Monday, August 11, 2014

Taking it out and chopping it up

My "Summer of Cleveland" officially will end tomorrow when I fly back to Los Angeles with my daughters and the World's Most Dependable Man.

Tomorrow also will be my 33rd day in Cleveland this summer, by far the most in this land since 1996 when I had a summer job at The Plain Dealer. There were two stints this summer, one without kids when the power of THE RAM was discovered and this current stay in which we attacked Cleveland.

We took it out, and we chopped it up. We followed advice from Royal Tenenbaum in the "The Royal Tenenbaums," who said, "You can't raise kids to be scared of life. You got to brew some recklessness into them. ... I'm not talking about dance lessons. I'm talking about putting a brick through the other guy's windshield. I'm talking about taking it out and chopping it up."

We did that, metaphorically of course, as we repeatedly swam in Gary's pool, visited Chippewa Lake several times, explored the woods, went to Swings 'n' Things, golfed the Buzzard's Nest, navigated a boat through downtown and saw a game-tying home run by the Tribe in the ninth inning land three rows in front of us. In this video, by the way, you can see my brother Fred lifting up the lady who got the home-run ball and me dancing.

Why did we do all of this? Well, I enjoyed my childhood in Northeast Ohio, and I try to give a glimpse of that to my daughters. I simply like going back to my homeland, and I'm pretty sure the air in Cleveland has healing powers. Chloe likely believes this, too.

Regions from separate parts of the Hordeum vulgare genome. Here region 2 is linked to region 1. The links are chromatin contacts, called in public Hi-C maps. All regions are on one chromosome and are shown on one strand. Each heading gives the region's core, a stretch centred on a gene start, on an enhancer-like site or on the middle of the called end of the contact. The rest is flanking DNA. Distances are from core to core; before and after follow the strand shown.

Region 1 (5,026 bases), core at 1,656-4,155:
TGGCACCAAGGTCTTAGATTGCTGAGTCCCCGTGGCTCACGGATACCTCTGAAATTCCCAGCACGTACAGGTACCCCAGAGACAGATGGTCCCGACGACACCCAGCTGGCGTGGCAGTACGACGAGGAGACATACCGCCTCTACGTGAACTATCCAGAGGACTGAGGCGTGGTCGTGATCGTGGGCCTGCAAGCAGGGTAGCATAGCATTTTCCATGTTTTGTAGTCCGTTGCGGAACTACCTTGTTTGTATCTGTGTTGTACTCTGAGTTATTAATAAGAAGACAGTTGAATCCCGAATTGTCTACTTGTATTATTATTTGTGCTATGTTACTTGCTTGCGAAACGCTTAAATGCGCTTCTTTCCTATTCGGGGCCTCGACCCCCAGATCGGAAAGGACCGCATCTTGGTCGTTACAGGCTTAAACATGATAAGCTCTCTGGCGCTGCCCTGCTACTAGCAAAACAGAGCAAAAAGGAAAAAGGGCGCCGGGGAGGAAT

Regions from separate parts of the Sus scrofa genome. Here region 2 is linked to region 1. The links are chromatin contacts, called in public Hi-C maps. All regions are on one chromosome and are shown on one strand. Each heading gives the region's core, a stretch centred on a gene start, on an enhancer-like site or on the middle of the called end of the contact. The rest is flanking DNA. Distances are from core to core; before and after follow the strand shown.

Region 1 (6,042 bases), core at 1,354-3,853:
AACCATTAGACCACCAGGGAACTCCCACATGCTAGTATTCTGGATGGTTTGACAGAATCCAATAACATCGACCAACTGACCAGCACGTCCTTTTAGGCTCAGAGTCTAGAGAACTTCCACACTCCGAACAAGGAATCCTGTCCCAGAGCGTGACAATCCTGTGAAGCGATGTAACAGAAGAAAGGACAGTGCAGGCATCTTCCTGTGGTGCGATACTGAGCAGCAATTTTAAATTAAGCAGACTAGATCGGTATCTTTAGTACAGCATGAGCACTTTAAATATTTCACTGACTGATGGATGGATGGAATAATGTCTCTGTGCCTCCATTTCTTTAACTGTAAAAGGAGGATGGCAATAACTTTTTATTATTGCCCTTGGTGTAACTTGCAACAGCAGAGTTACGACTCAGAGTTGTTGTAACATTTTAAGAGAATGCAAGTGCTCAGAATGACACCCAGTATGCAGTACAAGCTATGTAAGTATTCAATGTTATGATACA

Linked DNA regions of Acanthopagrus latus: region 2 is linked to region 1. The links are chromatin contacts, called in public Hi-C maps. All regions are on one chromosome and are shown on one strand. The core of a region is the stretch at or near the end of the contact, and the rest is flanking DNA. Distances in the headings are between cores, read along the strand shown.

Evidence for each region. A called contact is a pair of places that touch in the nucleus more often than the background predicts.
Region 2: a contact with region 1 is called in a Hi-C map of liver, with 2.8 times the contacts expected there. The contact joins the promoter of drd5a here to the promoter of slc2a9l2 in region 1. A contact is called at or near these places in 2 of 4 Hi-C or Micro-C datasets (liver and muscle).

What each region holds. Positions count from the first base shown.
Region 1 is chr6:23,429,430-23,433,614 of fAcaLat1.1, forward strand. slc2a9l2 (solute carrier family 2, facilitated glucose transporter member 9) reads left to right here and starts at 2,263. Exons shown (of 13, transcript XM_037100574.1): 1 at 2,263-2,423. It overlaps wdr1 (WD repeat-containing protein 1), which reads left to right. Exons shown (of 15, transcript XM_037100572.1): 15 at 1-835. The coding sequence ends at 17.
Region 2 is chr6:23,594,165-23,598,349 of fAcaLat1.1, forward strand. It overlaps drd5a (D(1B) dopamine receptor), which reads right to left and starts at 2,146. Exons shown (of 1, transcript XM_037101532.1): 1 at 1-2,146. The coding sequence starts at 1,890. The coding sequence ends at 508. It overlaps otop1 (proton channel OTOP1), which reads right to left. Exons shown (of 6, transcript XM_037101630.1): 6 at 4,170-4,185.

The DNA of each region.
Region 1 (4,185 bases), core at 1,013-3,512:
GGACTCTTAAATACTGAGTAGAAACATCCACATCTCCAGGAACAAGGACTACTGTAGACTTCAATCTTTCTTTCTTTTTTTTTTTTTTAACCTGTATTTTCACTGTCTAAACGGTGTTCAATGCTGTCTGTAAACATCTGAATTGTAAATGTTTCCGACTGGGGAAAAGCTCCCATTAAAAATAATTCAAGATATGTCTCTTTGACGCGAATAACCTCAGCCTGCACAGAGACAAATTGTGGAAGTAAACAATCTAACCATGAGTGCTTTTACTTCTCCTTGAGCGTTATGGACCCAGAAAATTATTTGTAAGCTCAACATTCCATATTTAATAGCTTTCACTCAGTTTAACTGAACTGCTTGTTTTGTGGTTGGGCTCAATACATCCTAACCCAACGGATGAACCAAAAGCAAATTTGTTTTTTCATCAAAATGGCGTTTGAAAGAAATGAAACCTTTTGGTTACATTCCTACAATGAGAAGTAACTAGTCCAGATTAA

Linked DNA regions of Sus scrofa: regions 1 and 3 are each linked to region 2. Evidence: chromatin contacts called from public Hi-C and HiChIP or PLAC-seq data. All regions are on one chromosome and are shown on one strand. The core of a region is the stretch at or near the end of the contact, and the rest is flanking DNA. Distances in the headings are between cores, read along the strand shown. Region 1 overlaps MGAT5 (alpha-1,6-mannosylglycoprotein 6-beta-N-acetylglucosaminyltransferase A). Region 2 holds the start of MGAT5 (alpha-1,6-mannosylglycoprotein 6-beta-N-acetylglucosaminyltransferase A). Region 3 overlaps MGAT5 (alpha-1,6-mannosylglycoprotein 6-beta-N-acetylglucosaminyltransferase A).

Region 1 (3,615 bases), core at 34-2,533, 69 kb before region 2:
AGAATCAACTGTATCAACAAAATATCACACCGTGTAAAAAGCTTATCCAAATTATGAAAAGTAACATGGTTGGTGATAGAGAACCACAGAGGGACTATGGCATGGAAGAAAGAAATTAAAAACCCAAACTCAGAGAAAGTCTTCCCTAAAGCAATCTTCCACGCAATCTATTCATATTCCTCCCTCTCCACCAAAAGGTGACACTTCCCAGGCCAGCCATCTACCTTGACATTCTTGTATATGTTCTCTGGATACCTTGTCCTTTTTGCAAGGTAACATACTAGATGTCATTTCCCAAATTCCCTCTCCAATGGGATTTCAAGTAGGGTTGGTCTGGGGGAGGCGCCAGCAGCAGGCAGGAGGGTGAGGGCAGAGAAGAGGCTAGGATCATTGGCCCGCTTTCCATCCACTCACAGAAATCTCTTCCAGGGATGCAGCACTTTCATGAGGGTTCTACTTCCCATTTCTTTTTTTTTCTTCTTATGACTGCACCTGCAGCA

Perhaps the most shocking thing about my "Summer of Cleveland" was the ridiculously high 33 days spent here. I have loved nearly all of them, but I'm wondering if some relatives are sick of me by now.

Me: "What do you mean you're busy now? So what if it's 2 p.m. on a Wednesday? ... Forget about work. Shut off your phone, and we'll meet at the Burntwood Tavern pronto."

As a sophisticated gentleman and teacher, I must accept the fact that being on a powerboat roaring through Cleveland on a Tuesday afternoon is not that common for a lot of folks. Is it common to beat your chest like Matthew McConaughey in "The Wolf of Wall Street" with children ages 6-9?

I actually don't care if it's common or not. The girls and I had some unforgettable experiences that took them out of their California comfort zone and made us smile, and I'm hoping that happened to the many important people in our lives that we visited. We took it out and chopped it up.

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